Xerostomia (dry mouth) is an important and common problem among cancer patients who have received radiation treatment to the head and neck area. Xerostomia often severely impairs patients' quality of life (QOL), and current available treatments have a low success rate. Studies have been conducted in the United States and Europe suggesting that acupuncture is useful for treating radiation-induced xerostomia. Many of these trials were small with methodological weaknesses, few studies have investigated the putative mechanisms, and none were conducted at multiple centers. Initial research conducted at The University of Texas MD Anderson Cancer Center and collaborative research at Fudan University Cancer Hospital in Shanghai, China found that acupuncture can diminish symptoms in patients who had already developed xerostomia and could prevent the severity of xerostomia symptoms and improve QOL in patients undergoing radiotherapy. The proposed multi-center, community-based, randomized, placebo-controlled trial will examine the effects of acupuncture to reduce the severity of radiation-induced xerostomia in patients with chronic xerostomia after completing radiotherapy for head and neck cancer. At least 9 months after completing radiotherapy, patients will be randomized to one of three groups: true acupuncture; sham acupuncture; or standard care. Subjective and objective measures of xerostomia will be collected prior to and after treatment, as well as 1 and 6 months later.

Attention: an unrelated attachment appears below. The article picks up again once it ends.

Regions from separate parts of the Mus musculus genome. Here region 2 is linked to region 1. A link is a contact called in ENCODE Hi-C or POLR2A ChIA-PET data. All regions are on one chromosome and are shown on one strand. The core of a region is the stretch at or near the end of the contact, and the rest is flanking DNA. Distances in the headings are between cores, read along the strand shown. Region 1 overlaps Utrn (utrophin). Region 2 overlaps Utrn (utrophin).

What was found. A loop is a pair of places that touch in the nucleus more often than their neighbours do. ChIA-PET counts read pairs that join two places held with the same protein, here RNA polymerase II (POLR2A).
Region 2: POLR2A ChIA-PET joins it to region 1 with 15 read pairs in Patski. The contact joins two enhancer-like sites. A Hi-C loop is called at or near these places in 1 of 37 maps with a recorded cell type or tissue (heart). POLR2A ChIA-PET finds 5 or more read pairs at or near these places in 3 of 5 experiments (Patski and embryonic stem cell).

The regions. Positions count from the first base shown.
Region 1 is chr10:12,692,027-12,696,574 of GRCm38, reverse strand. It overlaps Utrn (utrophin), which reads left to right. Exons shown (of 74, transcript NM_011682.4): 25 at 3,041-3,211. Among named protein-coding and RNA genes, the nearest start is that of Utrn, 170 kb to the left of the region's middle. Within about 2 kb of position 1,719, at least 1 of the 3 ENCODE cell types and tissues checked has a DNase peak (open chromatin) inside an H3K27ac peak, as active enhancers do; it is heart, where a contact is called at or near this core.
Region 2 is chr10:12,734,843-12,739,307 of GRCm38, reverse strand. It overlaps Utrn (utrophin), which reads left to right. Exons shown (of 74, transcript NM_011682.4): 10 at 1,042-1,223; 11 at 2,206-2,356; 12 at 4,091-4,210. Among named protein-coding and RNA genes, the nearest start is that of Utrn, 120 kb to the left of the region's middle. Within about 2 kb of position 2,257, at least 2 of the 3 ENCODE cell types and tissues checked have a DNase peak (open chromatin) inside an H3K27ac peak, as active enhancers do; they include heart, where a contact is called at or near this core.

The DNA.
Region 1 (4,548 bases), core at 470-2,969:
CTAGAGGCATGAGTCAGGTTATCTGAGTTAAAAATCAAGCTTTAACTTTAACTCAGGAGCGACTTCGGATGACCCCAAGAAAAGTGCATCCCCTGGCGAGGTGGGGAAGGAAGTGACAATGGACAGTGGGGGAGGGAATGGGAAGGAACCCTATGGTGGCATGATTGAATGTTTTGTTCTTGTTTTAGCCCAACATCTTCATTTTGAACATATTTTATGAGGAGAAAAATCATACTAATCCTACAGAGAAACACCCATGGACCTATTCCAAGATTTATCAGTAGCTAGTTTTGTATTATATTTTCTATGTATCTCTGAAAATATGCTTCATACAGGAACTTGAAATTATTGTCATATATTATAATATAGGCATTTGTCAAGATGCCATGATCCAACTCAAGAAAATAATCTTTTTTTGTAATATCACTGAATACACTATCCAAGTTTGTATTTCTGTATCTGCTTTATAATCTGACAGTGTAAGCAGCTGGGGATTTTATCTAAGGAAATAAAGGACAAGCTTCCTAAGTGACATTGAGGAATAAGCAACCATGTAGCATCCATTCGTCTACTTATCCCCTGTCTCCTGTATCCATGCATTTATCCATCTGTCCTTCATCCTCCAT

The aims of this study are to: 1. Determine if true acupuncture is more effective than sham acupuncture or standard care for reducing the severity of radiation-induced xerostomia; 2. Explore the duration of response in patients who report an initial response to the acupuncture intervention; 3. Examine group differences in saliva flow using an objective measure of salivary function; 4. Examine whether true acupuncture results in better overall QOL than sham acupuncture or standard of care; 5. Determine the effects of acupuncture on saliva based factors including pH, buffering capacity, and viscosity as well as levels of total protein, calcitonin- gene-related peptide (CGRP), and vasoactive intestinal polypeptide (VIP); and 6. Examine the role of expectancy for the benefits of acupuncture in predicting outcomes. The role of expectancy as a moderator of the effects of treatment will be thoroughly examined.
The proposed study will examine the efficacy, duration of response, and mechanisms of acupuncture to reduce the severity of radiation-induced chronic xerostomia after completing radiotherapy for head and neck cancer. If we find that acupuncture reduces xerostomia and improves quality of life, then this type of treatment can be incorporated into the standard of care for treating radiation-induced xerostomia.
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